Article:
Andrew Logan Museum welcomes Covid-19 Resilience Fund support

August 2020

Andrew Logan Museum welcomes Covid-19 Resilience Fund support

The future is looking much brighter for the Andrew Logan Museum of Sculpture in Mid Wales following Covid-19 resilience revenue funding from both the Arts Council Wales and The Federation of Museum and Art Galleries of Wales.

The Arts Council Wales has also provided support for online resilience projects at the museum, which is based in the village of Berriew, near Welshpool.

“We are immensely grateful to both organisations for this support, which ultimately means the survival of the museum,” said museum manager Anne-Marie Pope. “Thanks to the Arts Council Wales and The Federation of Museums and Art Galleries of Wales, the future is looking brighter than the past couple of tough months.”

Arts Council Wales funding was made possible by The National Lottery.  Lottery players are making an amazing contribution to the response to combatting the impact of Covid-19 on local communities across the UK.

The museum underwent an improvement programme over the winter and spring funded by Welsh Government, the Federation of Museums and Art Galleries of Wales and the Foyle Foundation.

Although currently closed under the Covid-19 restrictions, the museum plans to make a re-opening statement in the forthcoming weeks. In 2022, it will celebrate 30 years of bringing joy through its exhibits, workshops and outreach programmes.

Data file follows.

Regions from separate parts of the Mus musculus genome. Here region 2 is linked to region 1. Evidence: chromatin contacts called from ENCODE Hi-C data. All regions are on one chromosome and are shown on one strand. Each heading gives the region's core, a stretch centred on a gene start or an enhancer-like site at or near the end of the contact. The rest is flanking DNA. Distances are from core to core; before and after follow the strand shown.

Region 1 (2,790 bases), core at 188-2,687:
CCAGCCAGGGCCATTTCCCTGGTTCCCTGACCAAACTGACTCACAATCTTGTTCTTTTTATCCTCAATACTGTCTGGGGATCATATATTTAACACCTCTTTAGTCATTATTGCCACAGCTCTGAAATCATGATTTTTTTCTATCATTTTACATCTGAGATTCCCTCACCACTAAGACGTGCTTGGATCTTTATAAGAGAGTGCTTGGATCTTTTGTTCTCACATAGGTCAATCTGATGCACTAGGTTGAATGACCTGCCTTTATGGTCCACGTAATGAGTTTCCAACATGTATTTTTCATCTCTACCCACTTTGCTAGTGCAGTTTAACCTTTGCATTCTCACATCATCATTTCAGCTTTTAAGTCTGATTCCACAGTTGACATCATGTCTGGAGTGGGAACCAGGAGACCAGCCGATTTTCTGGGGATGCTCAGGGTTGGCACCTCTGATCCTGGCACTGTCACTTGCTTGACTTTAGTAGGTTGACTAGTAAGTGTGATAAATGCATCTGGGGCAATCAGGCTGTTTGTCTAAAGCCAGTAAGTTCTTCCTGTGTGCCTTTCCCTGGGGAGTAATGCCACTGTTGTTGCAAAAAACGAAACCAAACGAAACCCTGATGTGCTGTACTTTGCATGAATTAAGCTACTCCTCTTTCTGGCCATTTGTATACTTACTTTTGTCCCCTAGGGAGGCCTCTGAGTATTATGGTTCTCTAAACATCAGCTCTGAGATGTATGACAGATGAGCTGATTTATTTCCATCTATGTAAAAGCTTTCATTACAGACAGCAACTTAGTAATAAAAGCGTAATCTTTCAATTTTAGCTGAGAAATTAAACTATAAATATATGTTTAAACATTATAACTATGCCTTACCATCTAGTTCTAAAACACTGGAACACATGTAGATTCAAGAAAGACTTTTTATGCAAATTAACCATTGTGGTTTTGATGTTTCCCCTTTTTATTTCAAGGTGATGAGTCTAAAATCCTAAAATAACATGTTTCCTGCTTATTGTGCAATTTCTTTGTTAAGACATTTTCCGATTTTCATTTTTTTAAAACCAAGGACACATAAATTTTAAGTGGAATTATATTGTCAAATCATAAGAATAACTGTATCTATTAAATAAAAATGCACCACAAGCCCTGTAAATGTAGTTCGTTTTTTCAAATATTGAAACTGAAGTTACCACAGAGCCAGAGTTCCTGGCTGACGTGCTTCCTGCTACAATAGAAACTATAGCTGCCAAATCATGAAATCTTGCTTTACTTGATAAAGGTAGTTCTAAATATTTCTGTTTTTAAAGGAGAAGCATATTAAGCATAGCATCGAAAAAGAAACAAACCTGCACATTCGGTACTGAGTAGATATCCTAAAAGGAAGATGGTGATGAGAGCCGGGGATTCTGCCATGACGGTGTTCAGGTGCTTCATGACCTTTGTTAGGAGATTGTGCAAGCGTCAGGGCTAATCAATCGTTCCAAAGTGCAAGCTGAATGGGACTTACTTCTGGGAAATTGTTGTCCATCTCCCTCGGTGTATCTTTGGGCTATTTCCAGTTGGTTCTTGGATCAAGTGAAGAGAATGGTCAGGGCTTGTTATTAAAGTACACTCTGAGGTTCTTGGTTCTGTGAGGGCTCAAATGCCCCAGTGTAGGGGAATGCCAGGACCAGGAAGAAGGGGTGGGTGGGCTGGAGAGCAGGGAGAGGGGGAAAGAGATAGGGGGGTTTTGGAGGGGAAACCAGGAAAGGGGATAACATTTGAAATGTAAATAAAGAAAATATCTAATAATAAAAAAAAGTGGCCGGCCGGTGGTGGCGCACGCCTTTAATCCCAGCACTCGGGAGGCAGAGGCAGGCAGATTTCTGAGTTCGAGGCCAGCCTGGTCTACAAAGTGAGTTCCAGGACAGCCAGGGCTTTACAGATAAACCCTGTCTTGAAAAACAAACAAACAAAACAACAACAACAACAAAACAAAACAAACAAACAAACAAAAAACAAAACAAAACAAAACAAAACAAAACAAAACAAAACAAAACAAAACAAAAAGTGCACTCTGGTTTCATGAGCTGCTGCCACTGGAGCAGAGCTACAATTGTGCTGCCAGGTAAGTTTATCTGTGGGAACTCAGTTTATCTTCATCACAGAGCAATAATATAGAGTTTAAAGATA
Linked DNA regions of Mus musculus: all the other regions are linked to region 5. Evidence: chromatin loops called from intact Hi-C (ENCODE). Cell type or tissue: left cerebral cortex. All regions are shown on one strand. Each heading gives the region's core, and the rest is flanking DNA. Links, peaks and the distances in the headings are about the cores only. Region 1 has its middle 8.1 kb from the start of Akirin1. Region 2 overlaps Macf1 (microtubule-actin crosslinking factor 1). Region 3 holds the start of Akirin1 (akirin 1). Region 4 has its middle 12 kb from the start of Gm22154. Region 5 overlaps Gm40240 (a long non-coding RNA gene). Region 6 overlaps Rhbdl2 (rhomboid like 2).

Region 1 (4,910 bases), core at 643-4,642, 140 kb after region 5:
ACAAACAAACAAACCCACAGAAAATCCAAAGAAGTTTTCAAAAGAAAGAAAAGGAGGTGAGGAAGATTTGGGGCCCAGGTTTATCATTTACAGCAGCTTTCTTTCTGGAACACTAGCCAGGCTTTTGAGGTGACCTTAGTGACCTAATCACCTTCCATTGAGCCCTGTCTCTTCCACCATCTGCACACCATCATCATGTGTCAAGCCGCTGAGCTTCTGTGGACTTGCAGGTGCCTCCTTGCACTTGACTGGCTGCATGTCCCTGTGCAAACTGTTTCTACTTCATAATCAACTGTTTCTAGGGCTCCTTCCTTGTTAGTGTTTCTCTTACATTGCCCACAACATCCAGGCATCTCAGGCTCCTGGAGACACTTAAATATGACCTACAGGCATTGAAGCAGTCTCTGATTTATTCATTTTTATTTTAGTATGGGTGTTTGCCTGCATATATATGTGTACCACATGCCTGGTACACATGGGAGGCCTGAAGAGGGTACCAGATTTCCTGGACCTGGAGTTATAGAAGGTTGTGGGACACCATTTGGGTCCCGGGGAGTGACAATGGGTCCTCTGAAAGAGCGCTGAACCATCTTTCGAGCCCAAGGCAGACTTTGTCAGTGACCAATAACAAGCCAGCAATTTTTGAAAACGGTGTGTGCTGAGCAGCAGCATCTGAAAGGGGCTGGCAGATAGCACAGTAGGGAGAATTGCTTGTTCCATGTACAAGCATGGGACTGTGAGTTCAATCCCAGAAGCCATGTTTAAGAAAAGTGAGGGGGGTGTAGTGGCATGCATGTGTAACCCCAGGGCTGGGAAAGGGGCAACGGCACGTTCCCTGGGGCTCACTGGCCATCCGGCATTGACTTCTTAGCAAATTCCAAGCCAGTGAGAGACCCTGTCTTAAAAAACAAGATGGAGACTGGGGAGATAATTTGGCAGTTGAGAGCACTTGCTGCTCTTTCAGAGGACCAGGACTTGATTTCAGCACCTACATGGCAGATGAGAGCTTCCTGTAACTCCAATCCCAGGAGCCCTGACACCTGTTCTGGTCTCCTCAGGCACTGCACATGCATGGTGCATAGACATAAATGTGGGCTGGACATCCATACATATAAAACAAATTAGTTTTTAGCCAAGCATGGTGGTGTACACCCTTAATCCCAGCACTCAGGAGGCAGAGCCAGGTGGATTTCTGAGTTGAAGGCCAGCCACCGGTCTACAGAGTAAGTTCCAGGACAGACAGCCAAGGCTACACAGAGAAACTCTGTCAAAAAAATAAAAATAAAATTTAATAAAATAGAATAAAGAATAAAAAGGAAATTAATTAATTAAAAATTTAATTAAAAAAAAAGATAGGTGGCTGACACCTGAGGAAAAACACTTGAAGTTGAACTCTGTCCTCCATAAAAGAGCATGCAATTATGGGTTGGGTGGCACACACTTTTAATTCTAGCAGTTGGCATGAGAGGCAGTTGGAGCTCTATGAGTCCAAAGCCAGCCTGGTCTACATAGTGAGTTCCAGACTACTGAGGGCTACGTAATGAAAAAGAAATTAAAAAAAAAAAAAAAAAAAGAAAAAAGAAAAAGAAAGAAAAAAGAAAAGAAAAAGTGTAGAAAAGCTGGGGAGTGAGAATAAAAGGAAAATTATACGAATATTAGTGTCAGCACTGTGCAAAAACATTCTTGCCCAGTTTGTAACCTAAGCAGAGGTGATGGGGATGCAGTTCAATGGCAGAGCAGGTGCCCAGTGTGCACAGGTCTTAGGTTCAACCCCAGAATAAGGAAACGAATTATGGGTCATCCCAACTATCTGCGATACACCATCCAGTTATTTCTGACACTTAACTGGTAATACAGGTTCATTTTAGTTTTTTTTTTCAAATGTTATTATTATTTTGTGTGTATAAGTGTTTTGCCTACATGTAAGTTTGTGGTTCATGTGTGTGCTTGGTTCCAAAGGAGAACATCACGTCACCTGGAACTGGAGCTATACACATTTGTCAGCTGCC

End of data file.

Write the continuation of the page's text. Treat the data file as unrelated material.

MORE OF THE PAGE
Andrew Logan became a key figure in the art scene of London, alongside David Hockney, Malcolm McLaren, Vivienne Westwood and Derek Jarman in the 1970s.

He hosted such legendary and influential events as the Alternative Miss World -inaugural show in 1972 – and the Valentine’s Day Ball when the Sex Pistols played their first gig.

In the 1970s, icons such as Julie Christie, Mike Oldfield, Eric Clapton, Marianne Faithful, Ronnie Lane and Robert Plant, established retreats in the Welsh Marches.

Logan and partner Michael Davies, chair of ALMoS, visited their friends in the Marches many times.

In the late 1980s, they decided to present his work outside of London – in the small rural village of Berriew.  This unexpected location became the nation’s first museum dedicated to a living artist.

 

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